- Size: 39” long, 51” wingspan.
- Color: white feathers, black legs, yellow bill.
- Habitat: wetlands like tidal creeks, marshes, swamps, streams, and rivers.
- Where and when to observe: spring through summer in appropriate habitat.
The Great Egret is a stately, spectacular white wading bird measuring 39” long, with broad wings that reach to a 51” wingspan, black legs and a thin, yellow bill. Its long neck takes on a deep curve when in flight, a posture also seen when on land when the neck is not outstretched to its full — and impressive — length. Despite such good looks, their voice is hardly as melodious as one might hope, more like a series of deep, gravelly croaks.
Frequently seen in our area along wetlands like tidal creeks, marshes, swamps, streams, and rivers, Great Egrets quietly stalk their prey in the water. Standing motionless, the head suddenly juts forward into the water nabbing fish, invertebrates, reptiles, amphibians, birds or even small mammals.
Great Egrets gather in loose flocks, wintering from New Jersey southward to Central and South America. They are regular visitors to New York City from spring through fall.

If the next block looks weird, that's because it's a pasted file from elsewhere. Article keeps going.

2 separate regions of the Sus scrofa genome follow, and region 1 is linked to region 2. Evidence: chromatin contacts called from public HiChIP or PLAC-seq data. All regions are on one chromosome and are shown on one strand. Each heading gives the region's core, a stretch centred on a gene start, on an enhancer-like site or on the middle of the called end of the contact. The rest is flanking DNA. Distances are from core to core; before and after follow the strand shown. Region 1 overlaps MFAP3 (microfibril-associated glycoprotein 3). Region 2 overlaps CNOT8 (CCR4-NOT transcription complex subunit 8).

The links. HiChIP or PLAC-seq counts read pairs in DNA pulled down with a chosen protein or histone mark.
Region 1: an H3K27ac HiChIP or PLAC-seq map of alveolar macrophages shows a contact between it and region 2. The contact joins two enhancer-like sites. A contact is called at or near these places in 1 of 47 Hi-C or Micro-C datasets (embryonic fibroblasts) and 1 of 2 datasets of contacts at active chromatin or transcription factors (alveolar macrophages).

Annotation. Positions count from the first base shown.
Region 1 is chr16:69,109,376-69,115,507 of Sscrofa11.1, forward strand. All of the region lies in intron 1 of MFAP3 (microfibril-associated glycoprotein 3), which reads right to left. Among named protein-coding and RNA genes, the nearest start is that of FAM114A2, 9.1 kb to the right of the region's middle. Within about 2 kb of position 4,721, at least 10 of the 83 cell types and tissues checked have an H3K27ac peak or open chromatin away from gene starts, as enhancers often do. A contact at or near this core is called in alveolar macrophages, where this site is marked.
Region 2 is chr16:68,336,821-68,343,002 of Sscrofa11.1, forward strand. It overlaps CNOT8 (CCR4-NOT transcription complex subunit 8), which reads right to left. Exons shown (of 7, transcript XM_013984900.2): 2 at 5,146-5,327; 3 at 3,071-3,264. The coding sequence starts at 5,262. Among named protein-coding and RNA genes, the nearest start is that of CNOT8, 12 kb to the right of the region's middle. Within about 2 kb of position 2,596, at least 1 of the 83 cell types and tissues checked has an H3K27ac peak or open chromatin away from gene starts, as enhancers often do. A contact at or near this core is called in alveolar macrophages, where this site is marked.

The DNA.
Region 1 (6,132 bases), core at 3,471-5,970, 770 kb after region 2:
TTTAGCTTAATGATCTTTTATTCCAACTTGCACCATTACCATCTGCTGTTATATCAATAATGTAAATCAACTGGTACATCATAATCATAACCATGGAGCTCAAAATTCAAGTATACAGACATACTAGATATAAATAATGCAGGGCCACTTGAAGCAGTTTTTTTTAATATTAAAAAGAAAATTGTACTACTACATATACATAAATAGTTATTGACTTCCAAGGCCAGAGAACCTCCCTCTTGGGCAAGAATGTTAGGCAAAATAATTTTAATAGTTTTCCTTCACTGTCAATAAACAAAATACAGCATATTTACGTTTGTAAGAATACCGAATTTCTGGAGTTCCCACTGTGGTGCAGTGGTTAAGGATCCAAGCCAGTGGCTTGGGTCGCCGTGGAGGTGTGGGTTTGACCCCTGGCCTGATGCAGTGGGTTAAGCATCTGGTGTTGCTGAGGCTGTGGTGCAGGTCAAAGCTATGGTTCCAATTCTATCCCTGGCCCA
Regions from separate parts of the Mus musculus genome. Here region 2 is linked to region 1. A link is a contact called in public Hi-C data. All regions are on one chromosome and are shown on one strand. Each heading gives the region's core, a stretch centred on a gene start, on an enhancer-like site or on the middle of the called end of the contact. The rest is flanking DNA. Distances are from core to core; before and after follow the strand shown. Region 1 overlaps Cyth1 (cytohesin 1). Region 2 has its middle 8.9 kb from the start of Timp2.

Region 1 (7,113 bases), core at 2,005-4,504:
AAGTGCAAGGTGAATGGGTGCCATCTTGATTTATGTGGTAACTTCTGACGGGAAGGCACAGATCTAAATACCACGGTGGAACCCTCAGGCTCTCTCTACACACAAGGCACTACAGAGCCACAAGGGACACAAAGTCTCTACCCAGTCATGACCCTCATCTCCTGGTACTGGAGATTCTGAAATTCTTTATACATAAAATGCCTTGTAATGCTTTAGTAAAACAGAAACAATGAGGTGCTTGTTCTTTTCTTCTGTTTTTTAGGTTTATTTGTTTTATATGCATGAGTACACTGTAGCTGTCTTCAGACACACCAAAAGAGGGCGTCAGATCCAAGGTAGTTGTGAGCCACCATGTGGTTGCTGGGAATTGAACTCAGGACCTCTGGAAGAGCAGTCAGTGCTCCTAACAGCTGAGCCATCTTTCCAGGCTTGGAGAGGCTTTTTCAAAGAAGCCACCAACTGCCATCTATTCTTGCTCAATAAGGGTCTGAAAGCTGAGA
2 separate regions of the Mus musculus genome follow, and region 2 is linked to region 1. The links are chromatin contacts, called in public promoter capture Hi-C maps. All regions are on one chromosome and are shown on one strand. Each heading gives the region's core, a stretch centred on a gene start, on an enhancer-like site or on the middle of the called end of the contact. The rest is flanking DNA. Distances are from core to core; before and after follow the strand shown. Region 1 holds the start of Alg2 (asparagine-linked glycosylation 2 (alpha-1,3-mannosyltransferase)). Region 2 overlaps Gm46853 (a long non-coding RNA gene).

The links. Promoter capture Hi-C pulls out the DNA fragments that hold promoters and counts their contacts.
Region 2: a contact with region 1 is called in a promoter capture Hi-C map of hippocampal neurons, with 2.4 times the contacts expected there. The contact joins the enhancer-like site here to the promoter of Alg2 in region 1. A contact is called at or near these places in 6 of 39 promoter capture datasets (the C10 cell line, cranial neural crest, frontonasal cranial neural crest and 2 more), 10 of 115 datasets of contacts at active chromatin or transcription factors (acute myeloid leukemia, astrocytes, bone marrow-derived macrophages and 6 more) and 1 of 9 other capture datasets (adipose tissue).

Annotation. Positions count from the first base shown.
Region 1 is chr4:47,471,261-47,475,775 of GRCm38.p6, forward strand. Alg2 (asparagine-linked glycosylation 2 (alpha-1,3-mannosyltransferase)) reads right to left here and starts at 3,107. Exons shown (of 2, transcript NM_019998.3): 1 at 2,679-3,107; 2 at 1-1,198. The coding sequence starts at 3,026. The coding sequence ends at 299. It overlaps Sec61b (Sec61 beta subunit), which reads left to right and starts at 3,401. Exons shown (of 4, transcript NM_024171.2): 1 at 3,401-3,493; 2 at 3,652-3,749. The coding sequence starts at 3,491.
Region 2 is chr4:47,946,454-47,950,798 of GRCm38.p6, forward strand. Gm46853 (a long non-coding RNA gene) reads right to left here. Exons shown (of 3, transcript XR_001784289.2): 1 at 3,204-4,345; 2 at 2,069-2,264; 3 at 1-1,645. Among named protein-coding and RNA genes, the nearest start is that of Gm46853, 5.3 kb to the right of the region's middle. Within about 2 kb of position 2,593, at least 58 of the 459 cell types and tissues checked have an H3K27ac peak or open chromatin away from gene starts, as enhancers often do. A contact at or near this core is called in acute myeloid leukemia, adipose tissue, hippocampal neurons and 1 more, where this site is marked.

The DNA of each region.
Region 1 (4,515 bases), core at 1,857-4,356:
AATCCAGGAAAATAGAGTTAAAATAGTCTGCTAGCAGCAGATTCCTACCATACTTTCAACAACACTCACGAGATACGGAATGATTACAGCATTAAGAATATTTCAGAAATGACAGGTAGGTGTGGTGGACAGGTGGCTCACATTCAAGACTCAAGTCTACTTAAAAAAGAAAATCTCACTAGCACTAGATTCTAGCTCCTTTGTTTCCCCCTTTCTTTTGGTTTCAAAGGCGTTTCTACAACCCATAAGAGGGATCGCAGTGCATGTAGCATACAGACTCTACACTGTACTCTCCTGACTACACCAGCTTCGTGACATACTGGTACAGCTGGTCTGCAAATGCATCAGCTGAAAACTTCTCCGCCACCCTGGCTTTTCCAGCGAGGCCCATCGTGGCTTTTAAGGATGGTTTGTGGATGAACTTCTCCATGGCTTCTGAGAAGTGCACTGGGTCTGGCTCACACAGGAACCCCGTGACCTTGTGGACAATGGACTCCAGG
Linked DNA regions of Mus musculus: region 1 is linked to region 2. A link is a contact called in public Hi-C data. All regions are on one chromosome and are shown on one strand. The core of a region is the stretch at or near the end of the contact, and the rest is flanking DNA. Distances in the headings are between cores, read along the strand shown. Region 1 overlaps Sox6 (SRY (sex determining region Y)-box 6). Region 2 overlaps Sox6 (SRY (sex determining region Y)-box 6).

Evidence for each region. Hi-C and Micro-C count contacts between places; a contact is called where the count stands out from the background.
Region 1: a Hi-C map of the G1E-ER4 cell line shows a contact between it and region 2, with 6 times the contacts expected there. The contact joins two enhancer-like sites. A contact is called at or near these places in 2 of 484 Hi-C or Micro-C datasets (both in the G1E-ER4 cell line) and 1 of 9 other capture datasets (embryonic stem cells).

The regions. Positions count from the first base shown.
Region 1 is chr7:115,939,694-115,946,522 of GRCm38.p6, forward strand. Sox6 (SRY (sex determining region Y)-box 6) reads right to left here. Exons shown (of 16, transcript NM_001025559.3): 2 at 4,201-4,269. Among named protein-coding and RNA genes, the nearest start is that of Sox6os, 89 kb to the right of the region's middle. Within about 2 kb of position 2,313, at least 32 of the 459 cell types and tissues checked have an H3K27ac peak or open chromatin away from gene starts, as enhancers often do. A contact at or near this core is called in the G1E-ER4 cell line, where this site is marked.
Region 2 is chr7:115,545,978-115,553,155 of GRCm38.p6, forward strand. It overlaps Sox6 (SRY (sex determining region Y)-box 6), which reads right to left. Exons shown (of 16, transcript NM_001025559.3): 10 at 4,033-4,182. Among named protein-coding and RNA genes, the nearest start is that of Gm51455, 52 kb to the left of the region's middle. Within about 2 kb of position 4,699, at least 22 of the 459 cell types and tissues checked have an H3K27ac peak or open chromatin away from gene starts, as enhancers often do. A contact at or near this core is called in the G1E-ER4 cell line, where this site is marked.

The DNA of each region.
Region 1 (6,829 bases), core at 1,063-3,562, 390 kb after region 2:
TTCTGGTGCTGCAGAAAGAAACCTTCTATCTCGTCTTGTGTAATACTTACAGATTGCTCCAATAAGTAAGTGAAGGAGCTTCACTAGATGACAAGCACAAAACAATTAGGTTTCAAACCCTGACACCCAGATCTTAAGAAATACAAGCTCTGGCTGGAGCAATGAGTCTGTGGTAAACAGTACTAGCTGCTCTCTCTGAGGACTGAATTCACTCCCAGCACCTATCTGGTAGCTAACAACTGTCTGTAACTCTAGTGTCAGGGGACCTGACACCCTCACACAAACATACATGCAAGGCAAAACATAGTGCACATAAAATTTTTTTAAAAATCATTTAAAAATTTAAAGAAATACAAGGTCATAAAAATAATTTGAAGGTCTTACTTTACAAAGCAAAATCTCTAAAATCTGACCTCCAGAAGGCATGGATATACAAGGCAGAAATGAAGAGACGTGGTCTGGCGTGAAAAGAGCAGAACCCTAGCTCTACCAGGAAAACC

Arrival of spring also marks the breeding season. Egrets are communal nesters, and build loosely constructed twig nests in trees and shrubs. The monogamous pair incubates one brood of 1-6 light blue or bluish green eggs for 23-26 days. The semi-altricial chicks are still dependent on parents for food and warmth, but fledge in 42-49 days.
The Great Egret’s beauty was nearly its demise. The birds were nearly hunted to extinction in the late 19th and early 20th centuries as plume hunters collected the stunning feathers for fashionable hats. But the species’ plight thankfully did not go unnoticed and became the impetus behind the conservation movement that, along with many other achievements, led to the establishment of the National Audubon Society, which uses the Great Egret as its symbol.
Though populations began to rebound by the mid-20th century, great egrets were again at risk from the pesticide DDT. Today, with plume hunters and DDT no longer an issue, populations are stable once again. Nevertheless, Great Egrets, like so many other species, depend on our quickly disappearing wetlands for food, shelter and a place to raise their young.
Let’s work together to protect this vital habitat so that we can admire this majestic bird for years to come!
- All About Birds: Great Egret by the Cornell Lab of Ornithology accessed on 1/16/09 at: http://www.allaboutbirds.org/guide/Great_Egret/id/ac
- The Birder’s Handbook: A Field Guide to the Natural History of North American Birds by Paul R. Ehrlich, David S. Dobkin, and Darryl Wheye, published 1988 by Simon and Schuster.
- The Sibley Guide to Birds by David Allen Sibley, published 2000 by Chanticleer Press.
- The Sibley Guide to Bird Life and Behavior edited by Chris Elphick, John B. Dunning, Jr., and David Allen Sibley, published 2001 by Chanticleer Press.
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